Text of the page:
HECTOR was scratching for a picture this week, but
nothing came to hand. So here’s a lovely shot of his favourite peaceful view at
The Cage. He calls it Sybarite Central and says it helps him cope with
situations such as those described in items four and five this week.
Would Knocking Off Some Zeroes Fit the Bill?
A READER from Bangkok – yes, The Bali Times is very well read indeed – suggests it may be time to reorganise Indonesia’s currency. Of course, he has to deal with the baht, which has only slightly fewer zeroes than the rupiah and is often rendered here, on Bali’s many inventive exchange rate boards, as either bat or bath.
WE’D love to hear from any readers who think a petition to get regular, required rations of alcoholic beverages delivered to Bali would be a good thing. And from any who think it would be a bad thing.
WE are indebted to the London Daily Telegraph for rediscovering Bali and alerting Brits to the ongoing presence of our island, via a nice little feature, recently published, by one of its perambulatory pedagogues, a chap by the name of Johnny Morris.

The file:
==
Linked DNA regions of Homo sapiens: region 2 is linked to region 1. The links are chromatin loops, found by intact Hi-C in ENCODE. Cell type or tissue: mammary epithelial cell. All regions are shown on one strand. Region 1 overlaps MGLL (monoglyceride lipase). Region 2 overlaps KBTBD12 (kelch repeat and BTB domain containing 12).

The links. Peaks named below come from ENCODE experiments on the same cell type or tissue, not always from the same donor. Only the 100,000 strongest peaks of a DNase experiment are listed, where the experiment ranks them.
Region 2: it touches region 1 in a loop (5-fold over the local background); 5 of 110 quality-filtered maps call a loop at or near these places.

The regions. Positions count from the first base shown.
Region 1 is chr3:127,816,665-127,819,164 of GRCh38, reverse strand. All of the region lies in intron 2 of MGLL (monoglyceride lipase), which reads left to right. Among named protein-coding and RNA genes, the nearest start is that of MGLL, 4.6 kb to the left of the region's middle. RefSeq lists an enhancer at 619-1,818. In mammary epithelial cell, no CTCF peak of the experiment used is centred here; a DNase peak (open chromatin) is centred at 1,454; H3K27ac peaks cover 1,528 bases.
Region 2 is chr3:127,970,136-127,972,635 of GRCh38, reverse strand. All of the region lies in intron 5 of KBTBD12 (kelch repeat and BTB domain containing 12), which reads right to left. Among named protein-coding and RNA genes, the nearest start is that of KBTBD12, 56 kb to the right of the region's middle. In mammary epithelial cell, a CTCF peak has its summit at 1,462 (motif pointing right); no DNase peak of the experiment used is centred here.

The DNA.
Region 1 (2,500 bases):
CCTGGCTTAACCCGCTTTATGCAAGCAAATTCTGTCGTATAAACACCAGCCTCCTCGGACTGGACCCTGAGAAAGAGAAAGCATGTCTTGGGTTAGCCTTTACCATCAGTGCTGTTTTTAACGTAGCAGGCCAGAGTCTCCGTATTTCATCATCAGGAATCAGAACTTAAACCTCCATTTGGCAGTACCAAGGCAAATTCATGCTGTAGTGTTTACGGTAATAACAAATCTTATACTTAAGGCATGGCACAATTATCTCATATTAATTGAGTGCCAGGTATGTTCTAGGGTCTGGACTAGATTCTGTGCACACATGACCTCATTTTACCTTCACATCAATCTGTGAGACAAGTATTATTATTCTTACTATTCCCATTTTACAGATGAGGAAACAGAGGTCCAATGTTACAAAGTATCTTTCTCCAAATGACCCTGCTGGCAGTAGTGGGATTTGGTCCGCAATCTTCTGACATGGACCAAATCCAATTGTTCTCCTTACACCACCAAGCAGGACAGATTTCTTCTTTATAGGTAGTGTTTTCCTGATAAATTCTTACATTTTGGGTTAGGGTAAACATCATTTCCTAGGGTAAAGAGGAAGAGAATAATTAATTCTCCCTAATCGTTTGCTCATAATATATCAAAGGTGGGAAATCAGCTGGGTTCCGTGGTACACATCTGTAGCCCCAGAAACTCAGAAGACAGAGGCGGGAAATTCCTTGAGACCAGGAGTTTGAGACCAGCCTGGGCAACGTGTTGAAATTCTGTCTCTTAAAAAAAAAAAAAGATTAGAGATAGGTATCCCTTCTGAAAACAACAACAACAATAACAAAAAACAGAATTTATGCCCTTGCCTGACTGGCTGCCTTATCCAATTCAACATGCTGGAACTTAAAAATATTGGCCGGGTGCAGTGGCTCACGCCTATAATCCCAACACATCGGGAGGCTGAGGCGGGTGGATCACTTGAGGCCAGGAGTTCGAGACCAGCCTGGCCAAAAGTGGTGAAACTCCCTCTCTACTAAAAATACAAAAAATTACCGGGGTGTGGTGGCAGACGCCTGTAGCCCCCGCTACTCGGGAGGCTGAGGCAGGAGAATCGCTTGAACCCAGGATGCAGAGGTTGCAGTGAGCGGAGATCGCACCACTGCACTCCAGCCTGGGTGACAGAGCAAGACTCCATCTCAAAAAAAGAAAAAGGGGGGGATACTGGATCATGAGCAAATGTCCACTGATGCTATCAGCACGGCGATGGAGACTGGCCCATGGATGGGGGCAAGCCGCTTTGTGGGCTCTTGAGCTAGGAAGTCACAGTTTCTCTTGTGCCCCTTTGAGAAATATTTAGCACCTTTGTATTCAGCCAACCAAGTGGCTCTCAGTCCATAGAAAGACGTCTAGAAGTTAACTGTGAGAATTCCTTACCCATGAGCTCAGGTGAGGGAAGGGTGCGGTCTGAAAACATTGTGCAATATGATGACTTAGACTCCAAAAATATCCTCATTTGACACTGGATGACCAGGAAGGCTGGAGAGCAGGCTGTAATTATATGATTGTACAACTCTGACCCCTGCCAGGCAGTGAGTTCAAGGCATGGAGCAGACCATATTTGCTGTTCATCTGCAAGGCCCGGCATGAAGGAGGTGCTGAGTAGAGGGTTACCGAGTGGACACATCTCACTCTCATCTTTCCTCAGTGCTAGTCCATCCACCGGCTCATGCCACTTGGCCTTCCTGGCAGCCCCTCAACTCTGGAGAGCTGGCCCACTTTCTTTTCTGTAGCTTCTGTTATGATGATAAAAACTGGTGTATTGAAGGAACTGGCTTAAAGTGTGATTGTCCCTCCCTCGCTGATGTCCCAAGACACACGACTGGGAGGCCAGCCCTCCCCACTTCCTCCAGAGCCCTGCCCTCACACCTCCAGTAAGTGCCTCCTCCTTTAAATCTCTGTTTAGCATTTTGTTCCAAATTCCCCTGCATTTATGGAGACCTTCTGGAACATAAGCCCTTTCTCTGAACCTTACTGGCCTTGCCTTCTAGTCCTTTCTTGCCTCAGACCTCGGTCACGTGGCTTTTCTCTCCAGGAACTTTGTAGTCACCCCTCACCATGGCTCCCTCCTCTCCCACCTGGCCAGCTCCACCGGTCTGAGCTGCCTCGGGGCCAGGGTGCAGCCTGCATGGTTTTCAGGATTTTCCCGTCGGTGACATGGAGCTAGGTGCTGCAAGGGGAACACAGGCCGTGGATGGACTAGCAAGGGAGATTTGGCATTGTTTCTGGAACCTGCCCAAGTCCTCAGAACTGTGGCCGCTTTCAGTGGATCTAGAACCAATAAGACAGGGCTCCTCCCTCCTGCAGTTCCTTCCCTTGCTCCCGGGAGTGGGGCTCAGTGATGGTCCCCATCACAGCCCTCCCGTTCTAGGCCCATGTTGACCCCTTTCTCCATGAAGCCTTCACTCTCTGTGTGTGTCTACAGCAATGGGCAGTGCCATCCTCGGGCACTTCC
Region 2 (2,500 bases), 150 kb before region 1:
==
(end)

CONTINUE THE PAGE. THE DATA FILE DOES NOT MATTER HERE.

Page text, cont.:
ONE of those firms that makes money out of running other people’s businesses for them, known by its double initial logo from the front portion of the alphabet – but let’s call it “SS”, since this can stand for Salah Sangka (misinterpretation, a slightly less confronting word than misappropriation, which is a litigious matter from which lawyers have been known to make lots of dosh) – has just done itself proud.
A LITTLE while ago, while your Diarist was living on Lombok, he had a bit of a run-in with one of few residents actually in residence at the upscale hilltop development near Senggigi where he and Mrs Hec had bought a nice plot with a view. The issue was access. As in, the Resident Resident said he did not know who Hec was, suspected him and his party of being opportunistic and unwarranted sightseers (and probably litterers to boot) and therefore proposed to deny him access.
WEST Australians changed their little world last weekend. They have always thought of it as a very special world. Perth is planet Earth’s most remote capital city, after all.
HECTOR enjoys the little flashes of light that sometimes fall upon him from above, and was therefore particularly pleased to receive an email recently from a gentleman named D.A. Benton, apparently in the UK, promising him £4,257,000.17. All Mr Benton required was a letter of acceptance, current phone and fax numbers, and a forwarding address, in order to fulfil his promise to deliver this manna from heaven via probate granted in an unspecified high court.